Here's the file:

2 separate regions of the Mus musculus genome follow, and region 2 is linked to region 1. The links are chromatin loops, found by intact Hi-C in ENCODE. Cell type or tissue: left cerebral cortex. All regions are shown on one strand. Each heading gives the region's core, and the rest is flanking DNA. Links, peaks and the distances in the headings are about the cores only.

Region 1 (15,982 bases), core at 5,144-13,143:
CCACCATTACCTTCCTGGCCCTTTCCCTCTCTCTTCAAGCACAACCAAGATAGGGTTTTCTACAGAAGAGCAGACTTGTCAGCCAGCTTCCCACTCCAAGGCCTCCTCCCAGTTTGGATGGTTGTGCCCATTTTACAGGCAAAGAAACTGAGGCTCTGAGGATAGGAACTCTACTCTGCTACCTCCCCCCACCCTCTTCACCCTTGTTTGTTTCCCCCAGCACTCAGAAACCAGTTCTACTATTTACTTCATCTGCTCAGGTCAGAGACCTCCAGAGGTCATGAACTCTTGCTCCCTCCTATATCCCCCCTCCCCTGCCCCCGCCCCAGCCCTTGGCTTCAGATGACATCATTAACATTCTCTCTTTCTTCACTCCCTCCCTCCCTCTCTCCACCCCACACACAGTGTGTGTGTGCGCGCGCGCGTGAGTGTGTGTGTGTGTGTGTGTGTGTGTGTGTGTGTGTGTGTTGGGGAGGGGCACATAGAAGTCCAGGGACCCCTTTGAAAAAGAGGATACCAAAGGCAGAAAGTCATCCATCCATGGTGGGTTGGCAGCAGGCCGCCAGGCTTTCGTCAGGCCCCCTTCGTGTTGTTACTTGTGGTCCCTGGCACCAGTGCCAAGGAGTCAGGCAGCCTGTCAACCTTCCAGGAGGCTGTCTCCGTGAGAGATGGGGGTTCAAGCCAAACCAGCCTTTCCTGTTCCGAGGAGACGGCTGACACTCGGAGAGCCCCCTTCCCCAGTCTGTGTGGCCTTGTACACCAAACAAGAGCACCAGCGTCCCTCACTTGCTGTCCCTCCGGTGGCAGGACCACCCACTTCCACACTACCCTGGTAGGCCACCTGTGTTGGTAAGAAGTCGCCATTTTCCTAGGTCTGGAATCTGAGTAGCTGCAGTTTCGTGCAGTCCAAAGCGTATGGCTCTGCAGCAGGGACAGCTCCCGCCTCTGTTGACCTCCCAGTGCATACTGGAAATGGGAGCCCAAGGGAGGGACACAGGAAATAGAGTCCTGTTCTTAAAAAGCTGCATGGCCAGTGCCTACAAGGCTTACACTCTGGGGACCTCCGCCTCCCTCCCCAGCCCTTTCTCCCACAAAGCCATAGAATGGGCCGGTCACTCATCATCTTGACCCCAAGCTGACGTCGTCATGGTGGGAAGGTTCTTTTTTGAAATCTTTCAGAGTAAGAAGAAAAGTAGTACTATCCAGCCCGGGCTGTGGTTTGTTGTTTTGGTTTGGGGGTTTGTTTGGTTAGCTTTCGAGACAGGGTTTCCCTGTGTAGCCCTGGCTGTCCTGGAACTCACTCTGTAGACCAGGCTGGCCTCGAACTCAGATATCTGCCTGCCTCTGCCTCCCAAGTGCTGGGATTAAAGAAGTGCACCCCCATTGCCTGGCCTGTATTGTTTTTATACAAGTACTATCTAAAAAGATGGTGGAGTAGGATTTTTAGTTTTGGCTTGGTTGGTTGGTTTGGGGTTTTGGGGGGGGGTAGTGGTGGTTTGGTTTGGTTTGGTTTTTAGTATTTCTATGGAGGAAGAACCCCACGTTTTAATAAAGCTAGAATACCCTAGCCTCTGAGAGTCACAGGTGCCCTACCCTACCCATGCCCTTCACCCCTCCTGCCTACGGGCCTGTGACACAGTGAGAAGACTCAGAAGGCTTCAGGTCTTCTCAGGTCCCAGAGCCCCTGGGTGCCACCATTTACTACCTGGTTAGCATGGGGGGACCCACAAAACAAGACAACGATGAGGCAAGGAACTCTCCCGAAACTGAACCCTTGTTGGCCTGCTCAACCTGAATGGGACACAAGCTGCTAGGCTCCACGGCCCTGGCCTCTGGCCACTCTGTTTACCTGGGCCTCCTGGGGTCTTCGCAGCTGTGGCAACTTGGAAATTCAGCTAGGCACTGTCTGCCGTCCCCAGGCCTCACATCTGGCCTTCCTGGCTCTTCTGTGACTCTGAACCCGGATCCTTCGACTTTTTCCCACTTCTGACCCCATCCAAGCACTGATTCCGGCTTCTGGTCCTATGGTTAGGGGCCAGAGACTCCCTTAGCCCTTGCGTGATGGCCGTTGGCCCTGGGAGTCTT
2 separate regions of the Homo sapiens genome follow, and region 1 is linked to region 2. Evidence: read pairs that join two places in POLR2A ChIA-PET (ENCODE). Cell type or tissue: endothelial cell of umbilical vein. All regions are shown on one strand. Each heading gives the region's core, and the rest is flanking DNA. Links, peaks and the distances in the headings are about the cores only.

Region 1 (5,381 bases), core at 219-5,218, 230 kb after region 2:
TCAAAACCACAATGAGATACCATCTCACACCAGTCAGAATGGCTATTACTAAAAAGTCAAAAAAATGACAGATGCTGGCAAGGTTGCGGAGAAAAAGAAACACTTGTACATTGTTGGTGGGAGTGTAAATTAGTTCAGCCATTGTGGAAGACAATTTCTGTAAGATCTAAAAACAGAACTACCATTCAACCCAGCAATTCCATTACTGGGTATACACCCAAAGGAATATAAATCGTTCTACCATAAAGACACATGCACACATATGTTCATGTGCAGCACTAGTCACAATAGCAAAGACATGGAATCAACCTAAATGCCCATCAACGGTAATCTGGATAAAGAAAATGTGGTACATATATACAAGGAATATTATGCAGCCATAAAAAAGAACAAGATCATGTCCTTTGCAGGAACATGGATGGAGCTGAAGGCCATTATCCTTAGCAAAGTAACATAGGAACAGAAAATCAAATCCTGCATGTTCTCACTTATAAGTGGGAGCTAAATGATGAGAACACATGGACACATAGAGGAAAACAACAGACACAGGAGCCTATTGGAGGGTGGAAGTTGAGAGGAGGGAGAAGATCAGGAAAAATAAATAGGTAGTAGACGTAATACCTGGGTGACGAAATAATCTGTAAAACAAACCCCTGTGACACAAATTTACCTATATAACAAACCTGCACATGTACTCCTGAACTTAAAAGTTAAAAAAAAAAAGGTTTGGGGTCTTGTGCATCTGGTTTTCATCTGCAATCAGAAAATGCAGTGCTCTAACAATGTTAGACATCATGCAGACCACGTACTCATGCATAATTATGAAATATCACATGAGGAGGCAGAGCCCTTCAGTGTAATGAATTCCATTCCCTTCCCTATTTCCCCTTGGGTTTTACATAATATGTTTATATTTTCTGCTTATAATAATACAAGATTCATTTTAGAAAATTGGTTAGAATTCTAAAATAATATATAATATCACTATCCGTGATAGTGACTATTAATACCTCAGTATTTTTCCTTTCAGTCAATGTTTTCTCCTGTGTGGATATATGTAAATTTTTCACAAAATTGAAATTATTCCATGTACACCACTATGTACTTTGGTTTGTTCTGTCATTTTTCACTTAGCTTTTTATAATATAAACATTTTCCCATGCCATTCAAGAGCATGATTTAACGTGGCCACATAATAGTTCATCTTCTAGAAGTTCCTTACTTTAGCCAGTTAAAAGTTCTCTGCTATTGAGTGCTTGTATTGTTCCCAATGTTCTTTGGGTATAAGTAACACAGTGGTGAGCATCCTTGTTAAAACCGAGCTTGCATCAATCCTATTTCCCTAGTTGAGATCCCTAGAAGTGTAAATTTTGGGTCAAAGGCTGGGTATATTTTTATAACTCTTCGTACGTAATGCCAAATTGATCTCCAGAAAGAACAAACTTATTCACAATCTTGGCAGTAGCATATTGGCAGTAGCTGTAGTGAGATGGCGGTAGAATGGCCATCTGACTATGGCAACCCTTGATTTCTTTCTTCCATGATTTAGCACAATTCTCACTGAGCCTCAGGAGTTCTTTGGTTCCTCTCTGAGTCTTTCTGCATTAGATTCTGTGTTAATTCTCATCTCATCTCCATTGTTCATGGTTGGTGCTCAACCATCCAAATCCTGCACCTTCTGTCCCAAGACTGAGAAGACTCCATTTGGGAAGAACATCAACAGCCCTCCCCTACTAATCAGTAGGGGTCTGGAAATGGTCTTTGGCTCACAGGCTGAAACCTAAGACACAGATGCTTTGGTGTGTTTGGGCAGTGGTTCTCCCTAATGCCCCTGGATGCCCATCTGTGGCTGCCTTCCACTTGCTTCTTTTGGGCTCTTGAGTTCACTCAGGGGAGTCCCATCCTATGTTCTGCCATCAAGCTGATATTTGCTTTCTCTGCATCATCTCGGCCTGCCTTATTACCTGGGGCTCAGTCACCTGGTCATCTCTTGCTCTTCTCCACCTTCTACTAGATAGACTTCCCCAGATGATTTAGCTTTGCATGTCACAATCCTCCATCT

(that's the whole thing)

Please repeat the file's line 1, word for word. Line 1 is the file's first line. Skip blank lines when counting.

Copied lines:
2 separate regions of the Mus musculus genome follow, and region 2 is linked to region 1. The links are chromatin loops, found by intact Hi-C in ENCODE. Cell type or tissue: left cerebral cortex. All regions are shown on one strand. Each heading gives the region's core, and the rest is flanking DNA. Links, peaks and the distances in the headings are about the cores only.